I don't see her show or recipes that way at all. She does a lot of very basic things, roasted veggies are a staple side dish in myriad forms, roasted meats, baked goods that anyone can make with basic ingredients. Saffon? I bought a huge jar at Costco for 30 dollars. Hardly a princely sum.

                                          And not work? She owned and ran a speciality food market, and now has her own tv show and writes cookbooks. I wouldn't call that not working. She used to work for the State Dept before bought the store.

                                          I think some people just can't over the fact that both her and her husband have been successful .

                                          1. re: rasputina

                                            I'm with you. I love Ina. Pretentious - in my book that's Giada!!

                                            1. re: rasputina

                                              It seems as if you believe I'm envious of her success or am trying to diminish it. Not at all. She's surely worked very hard in her life to enjoy the level of wealth she enjoys today. See my response to Julie above.

                                              I'd love my "job" to be spending a few weeks at home filming a cooking show, going into Manhattan to talk to my agent about my next cookbook, experimenting and writing about food and flying to Paris regularly for inspiration. She's living a wonderful, rarified life, and that's what her show's "brand" is ultimately about.

                                              Oh and she's a great cook. I love her style of food. Sophisticated without being fussy.

                                              Also, no offense, but when she talks about "good saffron," she is not talking about stuff that comes in a huge jar for $30.

                                              1. re: EarlyBird

                                                That sounds like a lot of work to me. People who are highly successful as she is tend to be obsessive about the quality of their work. My understanding is that's exactly how she is when it comes to testing and perfecting recipes, and some of the feedback in this thread seems to indicate that's true. (I cook without recipes, or use them just for inspiration, so I don't have any personal experience.)

                                                She followed her passion, which was food and not government, and really anyone can do the same (fame not guaranteed).

                                                1. re: foiegras

                                                  It doesn't sound like hard work to me. To her credit, she's put herself in a situation where she can have the lifestyle she enjoys. Good for her.

                                        3. Thanks for the update! I love all of the Ina cookbooks I own and find they are simple and approachable. I even love her "Parties" cookbook. Her orzo salad is a winner at summer events.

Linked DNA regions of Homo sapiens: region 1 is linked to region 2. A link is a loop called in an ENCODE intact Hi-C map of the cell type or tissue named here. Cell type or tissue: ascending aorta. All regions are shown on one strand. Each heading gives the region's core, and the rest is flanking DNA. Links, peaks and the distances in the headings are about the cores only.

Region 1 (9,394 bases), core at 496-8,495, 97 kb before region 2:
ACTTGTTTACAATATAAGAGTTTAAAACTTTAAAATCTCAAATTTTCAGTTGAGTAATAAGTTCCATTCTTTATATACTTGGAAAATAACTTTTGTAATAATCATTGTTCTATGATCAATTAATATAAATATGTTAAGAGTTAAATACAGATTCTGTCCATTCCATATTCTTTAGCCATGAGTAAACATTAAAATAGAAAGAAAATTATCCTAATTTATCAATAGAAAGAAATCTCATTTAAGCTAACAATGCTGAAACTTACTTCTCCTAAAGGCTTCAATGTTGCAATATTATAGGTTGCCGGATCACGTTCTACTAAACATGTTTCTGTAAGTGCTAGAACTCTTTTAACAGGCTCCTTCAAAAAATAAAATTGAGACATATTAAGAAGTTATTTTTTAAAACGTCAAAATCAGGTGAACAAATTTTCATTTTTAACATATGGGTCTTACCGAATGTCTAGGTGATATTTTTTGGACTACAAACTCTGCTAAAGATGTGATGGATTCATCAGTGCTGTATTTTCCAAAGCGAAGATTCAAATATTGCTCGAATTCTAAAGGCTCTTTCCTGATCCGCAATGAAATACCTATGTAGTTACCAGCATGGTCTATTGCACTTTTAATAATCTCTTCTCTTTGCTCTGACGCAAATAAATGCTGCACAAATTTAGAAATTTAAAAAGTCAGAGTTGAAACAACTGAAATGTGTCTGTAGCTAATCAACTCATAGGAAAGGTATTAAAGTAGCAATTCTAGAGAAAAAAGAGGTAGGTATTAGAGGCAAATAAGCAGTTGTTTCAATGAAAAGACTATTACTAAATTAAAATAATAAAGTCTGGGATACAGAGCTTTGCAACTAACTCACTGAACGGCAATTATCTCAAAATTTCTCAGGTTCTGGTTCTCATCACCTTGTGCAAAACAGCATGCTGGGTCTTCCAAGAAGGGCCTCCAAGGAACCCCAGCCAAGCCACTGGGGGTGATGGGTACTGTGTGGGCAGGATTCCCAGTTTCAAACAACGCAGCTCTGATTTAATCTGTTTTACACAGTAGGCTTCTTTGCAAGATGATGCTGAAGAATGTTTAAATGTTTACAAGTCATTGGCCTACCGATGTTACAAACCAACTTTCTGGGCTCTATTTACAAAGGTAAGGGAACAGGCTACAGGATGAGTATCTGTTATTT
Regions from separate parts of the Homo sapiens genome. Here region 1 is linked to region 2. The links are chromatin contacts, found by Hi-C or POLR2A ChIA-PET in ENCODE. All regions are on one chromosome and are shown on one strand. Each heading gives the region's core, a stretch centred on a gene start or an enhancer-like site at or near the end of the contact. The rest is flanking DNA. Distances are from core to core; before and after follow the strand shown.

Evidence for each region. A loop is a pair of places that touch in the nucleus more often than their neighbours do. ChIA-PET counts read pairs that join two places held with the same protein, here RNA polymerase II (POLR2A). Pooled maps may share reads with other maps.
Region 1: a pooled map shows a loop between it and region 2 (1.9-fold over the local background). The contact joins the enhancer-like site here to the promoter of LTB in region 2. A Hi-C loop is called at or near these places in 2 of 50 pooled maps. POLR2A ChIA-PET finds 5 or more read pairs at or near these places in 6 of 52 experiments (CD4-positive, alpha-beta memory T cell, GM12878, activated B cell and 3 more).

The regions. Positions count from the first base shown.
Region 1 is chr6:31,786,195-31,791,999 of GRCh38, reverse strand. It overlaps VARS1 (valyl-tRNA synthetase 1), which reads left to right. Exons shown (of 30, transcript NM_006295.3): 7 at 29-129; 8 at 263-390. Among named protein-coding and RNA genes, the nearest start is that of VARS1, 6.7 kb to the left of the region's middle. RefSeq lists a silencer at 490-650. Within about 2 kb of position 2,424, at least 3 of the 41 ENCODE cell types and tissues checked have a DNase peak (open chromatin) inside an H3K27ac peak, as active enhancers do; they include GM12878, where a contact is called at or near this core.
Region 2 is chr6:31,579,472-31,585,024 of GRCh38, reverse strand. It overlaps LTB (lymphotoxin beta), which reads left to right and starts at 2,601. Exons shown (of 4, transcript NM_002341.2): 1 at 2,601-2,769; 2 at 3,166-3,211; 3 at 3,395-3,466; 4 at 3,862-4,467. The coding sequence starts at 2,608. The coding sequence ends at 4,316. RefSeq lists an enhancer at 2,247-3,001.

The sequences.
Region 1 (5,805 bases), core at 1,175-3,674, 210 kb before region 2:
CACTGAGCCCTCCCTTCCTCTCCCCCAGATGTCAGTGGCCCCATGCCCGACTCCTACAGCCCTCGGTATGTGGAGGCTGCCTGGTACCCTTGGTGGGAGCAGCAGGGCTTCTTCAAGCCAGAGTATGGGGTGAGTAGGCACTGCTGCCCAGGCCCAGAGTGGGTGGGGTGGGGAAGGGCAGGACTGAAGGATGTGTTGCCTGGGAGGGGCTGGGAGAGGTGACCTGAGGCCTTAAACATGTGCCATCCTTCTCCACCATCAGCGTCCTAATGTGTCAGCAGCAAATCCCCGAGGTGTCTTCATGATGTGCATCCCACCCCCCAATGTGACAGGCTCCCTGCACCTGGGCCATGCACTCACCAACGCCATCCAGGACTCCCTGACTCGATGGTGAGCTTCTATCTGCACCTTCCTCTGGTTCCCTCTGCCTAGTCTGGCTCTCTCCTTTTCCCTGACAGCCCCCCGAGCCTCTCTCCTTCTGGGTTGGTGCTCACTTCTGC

The melting tomatoes sauces sounds really intriguing- do you think it would be good with others meats/fishes? pasta?

                                          1 Reply
                                          1. re: foodieX2

                                            I think it would be a very good pasta sauce. Again, very simple! Just a few ingredients. (I don't have it in front of me but will try to post them later...although I don't think I mentioned any above.) And I imagine it would be good with various fish. There was something special about the combo with the salmon, though...

                                            1. I love Ina. BAREFOOT CONTESSA is the only FN program I continue to like. But the one recipe I've made thus far from FOOLPROOF wasn't really that foolproof.

                                              I made the tomato soup (p. 56), following the instructions to the letter, and it came out more like an onion soup with tomato flavoring (and coloring, of course). The proportions were 3 cups of onions (2 onions) to 1 28-oz. can of tomatoes to 4 qt. chicken stock (I just checked the book to make sure I was correct), and it was a very onion-y soup.

                                              I thought, maybe this is just a taste issue, and Ina likes onions more than I do, so I tried it again with two 28 oz. cans of tomatoes, one onion, and the same amount of stock, and it was much better.

                                              I'm going to try "my friend Kevin's" 1770 House Meat Loaf (p. 129), but I'm going to cook the onions until they're soft, soft, soft before I add them to the meat mixture. The mac and cheese with lobster also calls to me, as well as all the soups and bean dishes.

                                              18 Replies
                                              1. re: Jay F

                                                I've made many of Ina's recipes and have loved almost all of them. I love the depth of flavor in very simple recipes. I've had 2 winners from the new book. The pumpkin donuts were easy to whip up and a big hit. I also made the lamb shanks and orzo. I did sub short ribs for the lamb but it was phenomenal. I can see serving it for a dinner party or just for a cozy dinner. I can't wait to make the salmon with cherry tomatoes. It's next on my list.

                                                1. re: foodie06

                                                  I really wish you had not told me the pumpkin donuts were good :)

                                                  1. re: foodie06